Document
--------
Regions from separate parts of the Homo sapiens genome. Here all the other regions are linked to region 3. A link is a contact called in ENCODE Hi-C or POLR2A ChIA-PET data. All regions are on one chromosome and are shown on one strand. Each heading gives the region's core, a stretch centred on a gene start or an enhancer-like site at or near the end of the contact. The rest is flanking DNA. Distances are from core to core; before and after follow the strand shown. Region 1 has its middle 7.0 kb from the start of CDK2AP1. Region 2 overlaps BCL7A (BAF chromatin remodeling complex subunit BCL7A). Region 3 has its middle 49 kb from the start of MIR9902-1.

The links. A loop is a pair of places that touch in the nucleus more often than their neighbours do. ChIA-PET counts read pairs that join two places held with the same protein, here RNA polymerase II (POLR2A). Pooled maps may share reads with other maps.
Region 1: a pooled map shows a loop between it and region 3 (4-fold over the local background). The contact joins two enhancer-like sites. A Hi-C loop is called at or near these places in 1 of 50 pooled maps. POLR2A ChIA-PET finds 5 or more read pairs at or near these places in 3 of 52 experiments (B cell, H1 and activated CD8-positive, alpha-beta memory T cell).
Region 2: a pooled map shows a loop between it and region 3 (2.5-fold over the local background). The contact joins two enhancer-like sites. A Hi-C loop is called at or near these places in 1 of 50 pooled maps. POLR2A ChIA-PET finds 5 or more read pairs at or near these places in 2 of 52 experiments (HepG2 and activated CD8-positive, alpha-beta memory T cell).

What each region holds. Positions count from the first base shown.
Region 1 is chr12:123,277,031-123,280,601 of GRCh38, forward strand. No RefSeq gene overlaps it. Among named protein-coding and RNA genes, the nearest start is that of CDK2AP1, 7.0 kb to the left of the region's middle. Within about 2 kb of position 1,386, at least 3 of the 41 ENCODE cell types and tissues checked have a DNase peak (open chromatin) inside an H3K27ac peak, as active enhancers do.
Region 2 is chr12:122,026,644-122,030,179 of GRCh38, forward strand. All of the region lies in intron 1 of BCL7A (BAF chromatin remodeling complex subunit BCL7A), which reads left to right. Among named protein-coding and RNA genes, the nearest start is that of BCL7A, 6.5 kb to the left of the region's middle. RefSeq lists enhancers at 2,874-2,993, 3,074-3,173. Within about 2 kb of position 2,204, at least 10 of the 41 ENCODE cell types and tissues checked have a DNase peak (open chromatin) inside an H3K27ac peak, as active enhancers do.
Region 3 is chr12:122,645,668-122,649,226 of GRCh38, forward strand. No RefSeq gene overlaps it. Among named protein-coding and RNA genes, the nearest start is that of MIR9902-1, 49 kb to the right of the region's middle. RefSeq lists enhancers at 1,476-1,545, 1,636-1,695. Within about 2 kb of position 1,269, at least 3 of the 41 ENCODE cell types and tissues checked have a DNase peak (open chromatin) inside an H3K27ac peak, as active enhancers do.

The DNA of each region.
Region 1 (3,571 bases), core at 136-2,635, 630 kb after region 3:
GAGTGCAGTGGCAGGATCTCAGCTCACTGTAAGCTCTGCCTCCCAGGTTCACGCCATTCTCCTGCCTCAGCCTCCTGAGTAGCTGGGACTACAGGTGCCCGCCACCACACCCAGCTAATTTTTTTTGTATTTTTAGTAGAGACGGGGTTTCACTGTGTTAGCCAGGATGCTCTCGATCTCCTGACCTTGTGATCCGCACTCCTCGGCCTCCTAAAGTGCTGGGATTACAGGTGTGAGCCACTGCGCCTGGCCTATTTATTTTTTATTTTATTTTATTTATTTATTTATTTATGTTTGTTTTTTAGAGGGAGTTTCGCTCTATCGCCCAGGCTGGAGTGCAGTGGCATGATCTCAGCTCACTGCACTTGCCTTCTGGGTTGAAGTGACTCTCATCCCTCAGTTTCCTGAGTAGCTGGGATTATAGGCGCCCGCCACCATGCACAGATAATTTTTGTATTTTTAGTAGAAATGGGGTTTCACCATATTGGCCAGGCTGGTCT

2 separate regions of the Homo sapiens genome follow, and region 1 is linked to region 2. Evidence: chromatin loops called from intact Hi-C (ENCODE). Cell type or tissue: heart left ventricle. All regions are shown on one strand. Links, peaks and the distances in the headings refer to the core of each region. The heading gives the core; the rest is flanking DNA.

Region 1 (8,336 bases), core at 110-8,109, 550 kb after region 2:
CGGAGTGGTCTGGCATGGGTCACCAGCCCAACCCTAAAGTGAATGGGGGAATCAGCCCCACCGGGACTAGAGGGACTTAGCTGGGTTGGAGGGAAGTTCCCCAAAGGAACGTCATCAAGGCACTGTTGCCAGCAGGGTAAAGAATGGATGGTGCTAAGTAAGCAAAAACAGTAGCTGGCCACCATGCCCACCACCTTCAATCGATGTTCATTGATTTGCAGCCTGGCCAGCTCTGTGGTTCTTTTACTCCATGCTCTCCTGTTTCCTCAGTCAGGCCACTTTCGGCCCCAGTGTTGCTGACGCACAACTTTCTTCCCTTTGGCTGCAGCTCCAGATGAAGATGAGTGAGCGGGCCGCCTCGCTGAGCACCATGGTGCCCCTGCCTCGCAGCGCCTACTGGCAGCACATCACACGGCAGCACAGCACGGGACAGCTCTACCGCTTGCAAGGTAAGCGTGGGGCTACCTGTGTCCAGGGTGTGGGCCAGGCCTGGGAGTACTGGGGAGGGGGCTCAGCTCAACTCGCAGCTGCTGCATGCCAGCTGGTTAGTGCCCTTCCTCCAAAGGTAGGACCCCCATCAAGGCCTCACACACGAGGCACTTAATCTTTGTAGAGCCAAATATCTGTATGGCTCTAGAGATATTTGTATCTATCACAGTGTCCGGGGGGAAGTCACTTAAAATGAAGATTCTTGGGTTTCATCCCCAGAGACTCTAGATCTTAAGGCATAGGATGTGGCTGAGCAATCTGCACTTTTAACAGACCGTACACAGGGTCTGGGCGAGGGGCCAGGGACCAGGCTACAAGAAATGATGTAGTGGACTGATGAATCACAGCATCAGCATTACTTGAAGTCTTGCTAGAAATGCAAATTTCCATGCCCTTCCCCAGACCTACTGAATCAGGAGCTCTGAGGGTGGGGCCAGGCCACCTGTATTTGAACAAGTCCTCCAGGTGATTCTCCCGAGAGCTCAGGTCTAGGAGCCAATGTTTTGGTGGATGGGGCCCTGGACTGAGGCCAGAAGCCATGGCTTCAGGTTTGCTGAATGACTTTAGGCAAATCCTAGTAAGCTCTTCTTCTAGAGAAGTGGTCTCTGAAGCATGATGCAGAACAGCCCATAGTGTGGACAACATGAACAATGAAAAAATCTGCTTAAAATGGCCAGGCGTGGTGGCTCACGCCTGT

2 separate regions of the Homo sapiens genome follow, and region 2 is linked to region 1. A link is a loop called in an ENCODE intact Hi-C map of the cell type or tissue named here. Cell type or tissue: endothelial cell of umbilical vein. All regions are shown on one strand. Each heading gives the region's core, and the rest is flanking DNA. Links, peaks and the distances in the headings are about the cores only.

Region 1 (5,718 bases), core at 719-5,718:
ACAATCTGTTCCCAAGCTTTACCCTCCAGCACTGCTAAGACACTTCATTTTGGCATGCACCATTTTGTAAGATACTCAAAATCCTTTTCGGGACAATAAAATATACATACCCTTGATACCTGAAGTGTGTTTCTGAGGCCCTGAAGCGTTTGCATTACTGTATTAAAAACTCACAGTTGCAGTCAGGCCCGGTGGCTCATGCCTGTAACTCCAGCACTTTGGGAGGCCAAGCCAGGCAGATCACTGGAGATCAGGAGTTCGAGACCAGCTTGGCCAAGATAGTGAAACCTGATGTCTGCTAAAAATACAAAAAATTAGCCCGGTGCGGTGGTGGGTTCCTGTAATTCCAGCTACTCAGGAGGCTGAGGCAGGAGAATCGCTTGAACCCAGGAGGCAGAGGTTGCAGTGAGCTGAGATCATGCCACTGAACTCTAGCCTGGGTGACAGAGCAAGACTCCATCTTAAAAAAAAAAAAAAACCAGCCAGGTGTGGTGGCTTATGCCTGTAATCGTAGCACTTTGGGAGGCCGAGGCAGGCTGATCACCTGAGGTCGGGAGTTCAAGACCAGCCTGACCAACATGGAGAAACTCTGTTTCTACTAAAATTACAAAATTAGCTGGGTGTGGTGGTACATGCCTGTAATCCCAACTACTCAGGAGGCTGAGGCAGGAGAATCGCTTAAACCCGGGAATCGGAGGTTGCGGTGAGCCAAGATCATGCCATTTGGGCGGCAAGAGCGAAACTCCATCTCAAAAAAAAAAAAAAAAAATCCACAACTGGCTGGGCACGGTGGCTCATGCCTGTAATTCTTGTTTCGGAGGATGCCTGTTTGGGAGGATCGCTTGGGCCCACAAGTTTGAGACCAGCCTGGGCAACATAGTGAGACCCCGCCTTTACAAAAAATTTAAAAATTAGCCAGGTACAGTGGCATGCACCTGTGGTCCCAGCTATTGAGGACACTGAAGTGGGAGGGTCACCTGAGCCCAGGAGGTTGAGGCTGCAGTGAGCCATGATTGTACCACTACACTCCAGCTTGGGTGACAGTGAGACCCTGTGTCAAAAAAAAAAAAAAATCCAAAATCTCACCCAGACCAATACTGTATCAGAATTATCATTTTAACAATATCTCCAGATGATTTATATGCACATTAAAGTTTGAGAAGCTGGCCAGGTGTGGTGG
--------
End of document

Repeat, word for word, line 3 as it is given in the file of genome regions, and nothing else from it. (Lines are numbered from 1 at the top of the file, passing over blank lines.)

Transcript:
Region 1: a pooled map shows a loop between it and region 3 (4-fold over the local background). The contact joins two enhancer-like sites. A Hi-C loop is called at or near these places in 1 of 50 pooled maps. POLR2A ChIA-PET finds 5 or more read pairs at or near these places in 3 of 52 experiments (B cell, H1 and activated CD8-positive, alpha-beta memory T cell).